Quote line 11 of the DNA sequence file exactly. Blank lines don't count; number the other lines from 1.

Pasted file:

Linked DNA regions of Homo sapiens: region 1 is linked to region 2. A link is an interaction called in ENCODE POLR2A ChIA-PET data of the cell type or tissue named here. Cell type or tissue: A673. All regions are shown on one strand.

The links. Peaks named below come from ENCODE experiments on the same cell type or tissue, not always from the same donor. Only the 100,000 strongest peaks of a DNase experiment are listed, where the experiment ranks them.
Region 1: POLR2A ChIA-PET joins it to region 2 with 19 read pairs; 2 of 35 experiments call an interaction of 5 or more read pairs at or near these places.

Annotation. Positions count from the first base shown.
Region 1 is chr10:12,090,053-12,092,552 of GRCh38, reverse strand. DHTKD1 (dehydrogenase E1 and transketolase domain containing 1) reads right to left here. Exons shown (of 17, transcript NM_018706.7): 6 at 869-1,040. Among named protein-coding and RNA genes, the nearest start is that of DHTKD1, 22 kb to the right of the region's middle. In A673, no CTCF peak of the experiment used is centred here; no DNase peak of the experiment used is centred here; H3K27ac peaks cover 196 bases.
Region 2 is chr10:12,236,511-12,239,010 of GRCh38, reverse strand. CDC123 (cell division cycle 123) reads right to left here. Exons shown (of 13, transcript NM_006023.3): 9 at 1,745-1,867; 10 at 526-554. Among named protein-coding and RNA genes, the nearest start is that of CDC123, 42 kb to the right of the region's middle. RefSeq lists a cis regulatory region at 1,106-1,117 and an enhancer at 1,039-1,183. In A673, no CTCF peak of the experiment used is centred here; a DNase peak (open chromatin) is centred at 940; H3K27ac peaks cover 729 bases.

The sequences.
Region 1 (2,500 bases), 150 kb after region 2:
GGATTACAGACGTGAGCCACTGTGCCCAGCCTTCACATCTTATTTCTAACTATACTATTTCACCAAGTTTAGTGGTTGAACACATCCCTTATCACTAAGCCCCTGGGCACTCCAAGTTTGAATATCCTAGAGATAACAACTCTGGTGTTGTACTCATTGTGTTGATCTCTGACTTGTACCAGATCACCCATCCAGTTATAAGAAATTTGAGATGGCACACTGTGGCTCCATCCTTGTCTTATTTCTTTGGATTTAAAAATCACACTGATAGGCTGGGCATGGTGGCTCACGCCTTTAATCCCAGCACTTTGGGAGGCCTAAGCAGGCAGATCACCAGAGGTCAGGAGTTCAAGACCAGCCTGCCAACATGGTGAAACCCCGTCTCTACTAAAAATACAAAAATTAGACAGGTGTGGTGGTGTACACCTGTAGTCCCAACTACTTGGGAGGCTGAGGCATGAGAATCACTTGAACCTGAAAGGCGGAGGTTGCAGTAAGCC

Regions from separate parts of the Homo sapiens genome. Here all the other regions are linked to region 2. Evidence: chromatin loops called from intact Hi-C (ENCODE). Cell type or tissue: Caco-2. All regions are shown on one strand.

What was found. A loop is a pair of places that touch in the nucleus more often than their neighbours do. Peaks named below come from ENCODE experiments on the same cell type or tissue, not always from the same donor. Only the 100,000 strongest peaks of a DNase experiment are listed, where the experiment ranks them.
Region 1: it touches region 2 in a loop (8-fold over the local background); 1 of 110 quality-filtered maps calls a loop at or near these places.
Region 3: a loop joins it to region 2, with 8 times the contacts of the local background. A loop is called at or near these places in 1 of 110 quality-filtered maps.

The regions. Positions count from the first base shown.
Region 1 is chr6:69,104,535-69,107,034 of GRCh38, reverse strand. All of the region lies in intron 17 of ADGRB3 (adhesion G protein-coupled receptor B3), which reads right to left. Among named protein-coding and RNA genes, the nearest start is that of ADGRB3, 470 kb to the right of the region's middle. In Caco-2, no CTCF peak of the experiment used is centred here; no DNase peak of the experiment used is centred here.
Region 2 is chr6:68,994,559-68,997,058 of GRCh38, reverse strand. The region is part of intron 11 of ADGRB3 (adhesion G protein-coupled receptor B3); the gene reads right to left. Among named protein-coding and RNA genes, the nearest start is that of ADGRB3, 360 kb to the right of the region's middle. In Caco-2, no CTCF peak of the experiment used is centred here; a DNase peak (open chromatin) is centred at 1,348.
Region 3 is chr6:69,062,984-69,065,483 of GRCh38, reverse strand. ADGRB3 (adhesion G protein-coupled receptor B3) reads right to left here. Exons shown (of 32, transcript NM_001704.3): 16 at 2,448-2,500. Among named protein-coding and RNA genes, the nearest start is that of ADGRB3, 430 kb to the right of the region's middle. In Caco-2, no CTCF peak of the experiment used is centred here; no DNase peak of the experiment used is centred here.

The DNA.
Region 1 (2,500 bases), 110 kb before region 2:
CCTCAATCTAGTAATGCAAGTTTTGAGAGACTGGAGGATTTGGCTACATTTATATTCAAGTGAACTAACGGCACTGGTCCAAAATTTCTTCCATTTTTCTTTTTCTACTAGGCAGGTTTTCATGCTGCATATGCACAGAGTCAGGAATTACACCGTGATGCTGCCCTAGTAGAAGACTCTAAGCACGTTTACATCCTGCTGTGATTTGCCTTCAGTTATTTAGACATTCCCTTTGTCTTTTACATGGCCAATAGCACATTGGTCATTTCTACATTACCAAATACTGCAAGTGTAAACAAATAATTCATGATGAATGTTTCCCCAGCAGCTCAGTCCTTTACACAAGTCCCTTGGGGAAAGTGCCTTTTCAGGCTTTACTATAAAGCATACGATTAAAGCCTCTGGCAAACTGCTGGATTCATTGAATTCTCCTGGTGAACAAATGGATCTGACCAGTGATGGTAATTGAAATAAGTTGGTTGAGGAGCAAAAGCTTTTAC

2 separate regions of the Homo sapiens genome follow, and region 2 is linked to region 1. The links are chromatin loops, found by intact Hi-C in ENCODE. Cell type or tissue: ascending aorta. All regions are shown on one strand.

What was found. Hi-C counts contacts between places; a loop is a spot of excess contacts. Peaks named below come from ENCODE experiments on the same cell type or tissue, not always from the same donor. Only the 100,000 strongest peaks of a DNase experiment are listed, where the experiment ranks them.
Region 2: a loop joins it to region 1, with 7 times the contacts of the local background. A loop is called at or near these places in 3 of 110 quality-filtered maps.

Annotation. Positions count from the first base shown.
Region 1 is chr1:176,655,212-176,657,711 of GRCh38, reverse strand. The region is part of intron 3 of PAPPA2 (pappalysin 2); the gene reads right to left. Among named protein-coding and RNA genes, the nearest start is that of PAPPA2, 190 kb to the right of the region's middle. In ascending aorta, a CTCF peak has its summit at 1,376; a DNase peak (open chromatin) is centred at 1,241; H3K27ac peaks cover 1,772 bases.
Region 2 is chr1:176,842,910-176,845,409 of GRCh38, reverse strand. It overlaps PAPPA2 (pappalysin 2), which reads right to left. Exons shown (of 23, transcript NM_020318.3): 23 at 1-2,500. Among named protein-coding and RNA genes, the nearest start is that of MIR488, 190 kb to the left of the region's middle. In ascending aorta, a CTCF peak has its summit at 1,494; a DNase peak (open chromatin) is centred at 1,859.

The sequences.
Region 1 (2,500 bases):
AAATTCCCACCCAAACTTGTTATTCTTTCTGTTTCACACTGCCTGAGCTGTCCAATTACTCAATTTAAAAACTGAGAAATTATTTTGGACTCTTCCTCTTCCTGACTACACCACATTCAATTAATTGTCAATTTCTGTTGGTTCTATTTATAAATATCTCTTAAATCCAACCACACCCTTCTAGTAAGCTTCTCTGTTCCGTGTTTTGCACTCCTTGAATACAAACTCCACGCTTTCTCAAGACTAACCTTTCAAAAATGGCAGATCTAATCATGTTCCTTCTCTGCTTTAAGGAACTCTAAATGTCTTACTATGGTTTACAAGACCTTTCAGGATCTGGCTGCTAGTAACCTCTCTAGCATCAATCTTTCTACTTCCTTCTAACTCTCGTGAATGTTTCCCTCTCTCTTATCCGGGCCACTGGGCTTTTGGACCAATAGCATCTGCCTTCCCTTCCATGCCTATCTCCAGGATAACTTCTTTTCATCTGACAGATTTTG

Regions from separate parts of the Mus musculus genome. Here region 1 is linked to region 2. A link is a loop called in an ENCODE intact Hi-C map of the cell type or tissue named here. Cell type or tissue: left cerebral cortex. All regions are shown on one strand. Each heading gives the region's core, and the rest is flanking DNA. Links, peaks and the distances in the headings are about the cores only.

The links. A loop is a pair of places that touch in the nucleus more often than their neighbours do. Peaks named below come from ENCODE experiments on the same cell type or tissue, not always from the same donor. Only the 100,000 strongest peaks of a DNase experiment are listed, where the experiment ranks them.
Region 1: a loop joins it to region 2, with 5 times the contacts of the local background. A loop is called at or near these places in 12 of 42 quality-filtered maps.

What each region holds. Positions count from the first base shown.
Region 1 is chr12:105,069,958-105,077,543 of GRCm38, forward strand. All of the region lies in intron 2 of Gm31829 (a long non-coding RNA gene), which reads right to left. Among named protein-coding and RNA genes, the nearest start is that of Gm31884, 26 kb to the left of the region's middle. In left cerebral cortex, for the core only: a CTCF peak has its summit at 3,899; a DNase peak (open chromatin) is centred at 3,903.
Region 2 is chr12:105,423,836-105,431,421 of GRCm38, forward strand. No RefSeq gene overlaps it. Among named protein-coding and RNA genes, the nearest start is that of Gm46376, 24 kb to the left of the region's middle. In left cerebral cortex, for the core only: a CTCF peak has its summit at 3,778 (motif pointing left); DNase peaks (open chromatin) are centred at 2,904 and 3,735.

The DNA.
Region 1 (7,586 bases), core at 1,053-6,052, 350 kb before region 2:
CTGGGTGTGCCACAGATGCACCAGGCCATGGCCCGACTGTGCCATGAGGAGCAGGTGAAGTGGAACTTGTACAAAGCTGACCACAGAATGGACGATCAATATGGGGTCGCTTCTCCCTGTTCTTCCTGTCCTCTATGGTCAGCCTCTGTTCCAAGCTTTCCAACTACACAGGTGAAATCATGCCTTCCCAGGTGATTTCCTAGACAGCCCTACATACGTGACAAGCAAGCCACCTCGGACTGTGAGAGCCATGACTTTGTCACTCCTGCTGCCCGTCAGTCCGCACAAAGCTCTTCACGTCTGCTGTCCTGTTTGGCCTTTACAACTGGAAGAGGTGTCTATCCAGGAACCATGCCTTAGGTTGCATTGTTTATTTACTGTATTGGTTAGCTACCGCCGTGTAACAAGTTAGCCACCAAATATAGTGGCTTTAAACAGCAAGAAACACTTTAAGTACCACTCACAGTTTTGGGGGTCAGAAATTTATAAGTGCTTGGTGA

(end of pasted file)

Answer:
What was found. A loop is a pair of places that touch in the nucleus more often than their neighbours do. Peaks named below come from ENCODE experiments on the same cell type or tissue, not always from the same donor. Only the 100,000 strongest peaks of a DNase experiment are listed, where the experiment ranks them.